A common challenge of using high-throughput screening and target-oriented drug discovery is poor API solubility. More and more APIs in development are challenging with estimates between 70-90% are poorly soluble.
Any oral formulation requires good API solubility for sufficient absorption in the body. If the API is not fully or just partly dissolved in the gastrointestinal (GI) fluids at the site of absorption, it cannot pass the gastrointestinal membrane and enter the systemic circulation. Thus, the intended physiological effect will not be realized.
For solid formulations, both solubility and the dissolution rate are critical factors for bioavailability and a therapeutic effect. While solubility addresses the extent to which an API can dissolve in a solvent, the dissolution rate is the rate at which the API dissolves in liquid. Both factors affect how much of the API dissolves in a limited amount of gastrointestinal fluid and how quickly it dissolves. This is why both have an immediate effect on the extent of absorption and, as a result, bioavailability.
The Biopharmaceutical Classification System (BCS) was developed in the 1990s and is still used by the FDA for biowaivers. It provides a framework that considers factors such as solubility and permeability that affect API in vivo performance.
As shown in Figure 1, there are four classes of APIs based on solubility and permeability in the BCS system.
Figure 1.The Biopharmaceutical Classification System classifies APIs in terms of permeability and solubility into four classes of APIs.
The DCS adds the solubility-limited absorbable dose (SLAD) line to further differentiate APIs within Class II (Figure 2). The SLAD line indicates that drugs above the line are dissolution rate limited (DCS Class IIa) and drugs below the line are solubility limited (DCS Class IIb). For the final drug to succeed, especially in terms of therapeutic efficacy, it’s critical to address both solubility and the dissolution rate.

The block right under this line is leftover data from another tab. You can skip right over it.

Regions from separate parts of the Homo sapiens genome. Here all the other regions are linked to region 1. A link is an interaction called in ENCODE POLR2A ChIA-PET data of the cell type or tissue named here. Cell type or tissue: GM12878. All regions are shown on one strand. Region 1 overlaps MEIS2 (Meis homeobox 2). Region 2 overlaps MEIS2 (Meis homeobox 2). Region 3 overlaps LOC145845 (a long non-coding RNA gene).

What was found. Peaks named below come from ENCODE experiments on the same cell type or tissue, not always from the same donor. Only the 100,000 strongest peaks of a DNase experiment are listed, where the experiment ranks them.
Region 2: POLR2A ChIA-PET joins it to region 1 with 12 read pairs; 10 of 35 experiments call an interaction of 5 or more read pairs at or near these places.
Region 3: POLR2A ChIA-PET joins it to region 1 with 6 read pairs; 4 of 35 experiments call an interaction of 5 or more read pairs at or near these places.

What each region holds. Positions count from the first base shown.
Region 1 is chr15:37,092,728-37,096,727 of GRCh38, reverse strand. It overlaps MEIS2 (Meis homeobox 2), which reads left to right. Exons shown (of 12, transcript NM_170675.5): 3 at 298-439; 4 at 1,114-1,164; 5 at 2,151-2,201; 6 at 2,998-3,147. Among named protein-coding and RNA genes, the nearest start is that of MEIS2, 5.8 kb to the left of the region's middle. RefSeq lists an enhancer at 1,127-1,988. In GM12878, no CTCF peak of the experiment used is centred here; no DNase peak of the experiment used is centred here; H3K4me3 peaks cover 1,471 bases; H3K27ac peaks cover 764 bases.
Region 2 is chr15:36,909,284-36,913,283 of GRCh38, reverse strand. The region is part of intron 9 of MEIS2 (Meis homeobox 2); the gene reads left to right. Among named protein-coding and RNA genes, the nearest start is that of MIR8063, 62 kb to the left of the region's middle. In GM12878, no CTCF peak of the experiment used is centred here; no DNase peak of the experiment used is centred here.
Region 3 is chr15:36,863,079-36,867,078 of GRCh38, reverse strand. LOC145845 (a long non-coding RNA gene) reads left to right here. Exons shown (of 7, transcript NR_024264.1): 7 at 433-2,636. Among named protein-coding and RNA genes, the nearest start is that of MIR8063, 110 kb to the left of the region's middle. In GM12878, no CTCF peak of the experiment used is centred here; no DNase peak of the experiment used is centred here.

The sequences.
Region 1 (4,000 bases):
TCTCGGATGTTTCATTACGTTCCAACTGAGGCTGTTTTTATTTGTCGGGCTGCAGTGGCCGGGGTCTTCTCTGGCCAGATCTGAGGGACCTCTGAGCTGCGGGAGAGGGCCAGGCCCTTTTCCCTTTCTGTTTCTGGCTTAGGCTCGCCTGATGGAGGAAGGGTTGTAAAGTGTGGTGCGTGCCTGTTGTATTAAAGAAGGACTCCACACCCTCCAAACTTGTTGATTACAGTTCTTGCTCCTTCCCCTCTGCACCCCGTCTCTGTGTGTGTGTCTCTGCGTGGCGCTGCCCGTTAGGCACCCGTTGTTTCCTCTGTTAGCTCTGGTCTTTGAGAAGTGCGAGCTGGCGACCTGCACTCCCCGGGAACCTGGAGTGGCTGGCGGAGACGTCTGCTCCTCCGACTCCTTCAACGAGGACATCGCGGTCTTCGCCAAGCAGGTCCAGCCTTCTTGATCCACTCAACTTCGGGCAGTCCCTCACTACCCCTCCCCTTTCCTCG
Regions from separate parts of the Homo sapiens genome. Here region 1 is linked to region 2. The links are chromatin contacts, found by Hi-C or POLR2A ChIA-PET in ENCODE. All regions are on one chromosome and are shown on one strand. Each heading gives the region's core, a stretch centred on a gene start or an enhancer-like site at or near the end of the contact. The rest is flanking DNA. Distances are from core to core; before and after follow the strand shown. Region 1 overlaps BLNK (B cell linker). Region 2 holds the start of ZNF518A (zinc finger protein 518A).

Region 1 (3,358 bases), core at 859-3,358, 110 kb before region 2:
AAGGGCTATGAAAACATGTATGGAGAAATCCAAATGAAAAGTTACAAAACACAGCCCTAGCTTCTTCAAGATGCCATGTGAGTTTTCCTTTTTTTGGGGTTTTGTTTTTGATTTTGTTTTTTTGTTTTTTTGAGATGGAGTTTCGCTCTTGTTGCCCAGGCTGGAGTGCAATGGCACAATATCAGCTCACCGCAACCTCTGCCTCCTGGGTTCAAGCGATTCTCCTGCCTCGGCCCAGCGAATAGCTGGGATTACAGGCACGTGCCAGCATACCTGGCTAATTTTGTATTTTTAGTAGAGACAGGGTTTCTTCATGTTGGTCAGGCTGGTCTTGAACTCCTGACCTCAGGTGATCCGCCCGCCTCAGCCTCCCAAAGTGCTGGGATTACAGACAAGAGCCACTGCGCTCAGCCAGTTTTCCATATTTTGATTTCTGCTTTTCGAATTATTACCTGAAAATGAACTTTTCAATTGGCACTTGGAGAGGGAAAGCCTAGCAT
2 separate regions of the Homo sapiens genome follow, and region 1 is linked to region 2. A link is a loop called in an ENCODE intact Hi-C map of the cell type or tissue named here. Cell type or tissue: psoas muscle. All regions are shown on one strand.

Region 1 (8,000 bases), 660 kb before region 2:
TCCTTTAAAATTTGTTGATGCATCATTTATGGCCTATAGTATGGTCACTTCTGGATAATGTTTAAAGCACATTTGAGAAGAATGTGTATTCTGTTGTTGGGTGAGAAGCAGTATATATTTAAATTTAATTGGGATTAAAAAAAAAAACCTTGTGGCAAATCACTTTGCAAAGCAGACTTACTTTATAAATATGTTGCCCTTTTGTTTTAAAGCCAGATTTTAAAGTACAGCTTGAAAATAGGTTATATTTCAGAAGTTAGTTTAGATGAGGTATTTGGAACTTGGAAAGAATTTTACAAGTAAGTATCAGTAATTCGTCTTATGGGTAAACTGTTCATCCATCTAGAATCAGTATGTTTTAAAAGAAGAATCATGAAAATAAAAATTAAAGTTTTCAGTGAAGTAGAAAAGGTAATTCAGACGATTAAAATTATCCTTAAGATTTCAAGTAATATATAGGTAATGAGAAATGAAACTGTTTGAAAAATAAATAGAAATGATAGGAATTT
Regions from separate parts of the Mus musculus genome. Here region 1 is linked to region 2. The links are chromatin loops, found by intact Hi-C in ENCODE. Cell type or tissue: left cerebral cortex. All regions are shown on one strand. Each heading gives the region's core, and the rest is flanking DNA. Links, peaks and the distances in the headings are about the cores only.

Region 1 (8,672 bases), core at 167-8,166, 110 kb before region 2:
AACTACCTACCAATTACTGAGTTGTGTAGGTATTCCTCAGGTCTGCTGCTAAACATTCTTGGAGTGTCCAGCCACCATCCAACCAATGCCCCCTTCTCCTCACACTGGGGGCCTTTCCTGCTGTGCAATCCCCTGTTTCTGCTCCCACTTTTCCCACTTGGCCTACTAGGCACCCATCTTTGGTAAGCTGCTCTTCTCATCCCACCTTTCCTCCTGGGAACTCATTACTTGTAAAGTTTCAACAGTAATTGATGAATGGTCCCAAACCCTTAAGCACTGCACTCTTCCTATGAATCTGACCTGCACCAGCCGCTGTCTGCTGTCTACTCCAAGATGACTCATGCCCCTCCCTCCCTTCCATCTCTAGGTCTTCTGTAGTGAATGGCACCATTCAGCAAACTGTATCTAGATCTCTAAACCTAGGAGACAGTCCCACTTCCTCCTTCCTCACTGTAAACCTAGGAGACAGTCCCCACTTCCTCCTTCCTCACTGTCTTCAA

Figure 2.The Developability Classification System for APIs adds to the Biopharmaceutical Classification System by including Class IIa for dissolution rate limited APIs and Class IIb for solubility limited APIs.
The DCS aims to support formulators by categorizing APIs based on what is limiting their absorption: dissolution rate, solubility, or permeability:
Both solubility and dissolution rate can be optimized either during API processing or during formulation development:
The DCS guides the selection of the most suitable approach for formulation to enhance solubility. These approaches are categorized into methods to address dissolution rate limited APIs (DCS IIa) and those that address solubility limited APIs (DCS IIb) (Figure 3).
Figure 3.Different options are available to enhance API solubility depending on whether the API is limited by the dissolution rate (DCS IIa) or by solubility (DCS IIb). Both limitations can be addressed by API processing or by enabling formulations.
DCS Class IIa APIs are limited by their dissolution rate which is why they can benefit most from formulation approaches that speed up dissolution to increase absorption and improve the therapeutic effect. While there are steps you can take to improve the dissolution rate during API processing to reduce particle size (ex: micronization or nano-milling), this article will focus on formulation approaches.
To accelerate disintegration, you can use Parteck® M or superdisintegrants (e.g. Parteck® CCS croscarmellose) during API formulation to promote the rapid breakdown of a tablet into its primary particles. These superdisintegrants are super-absorbing materials that swell upon contact with saliva or gastrointestinal fluids.
In addition to superdisintegrants, another option to speed up disintegration would be to create a porous tablet via lyophilization, to use hydrophilic pore formers, or to add an acid and carbon dioxide source (ex: effervescent tablets).
Another way to increase the API’s dissolution rate is to use amphiphilic polymers such as surfactants (Figure 4) to enhance the wetting of the API within the gastrointestinal tract, improve dispersibility, bring the API into solution, and keep it in solution. When the API is in the solution, it can be absorbed. Poloxamers, a co-polymer of poly(ethylene oxide) and poly(propylene oxide, (e.g. Parteck® PLX 188 poloxamer) are excipients widely used in the pharmaceutical industry to enhance dissolution rate. The excipients are safe in a variety of different dosage forms and are compatible with a wide range of APIs. Additionally, meglumine can also be used as a dissolution enhancer.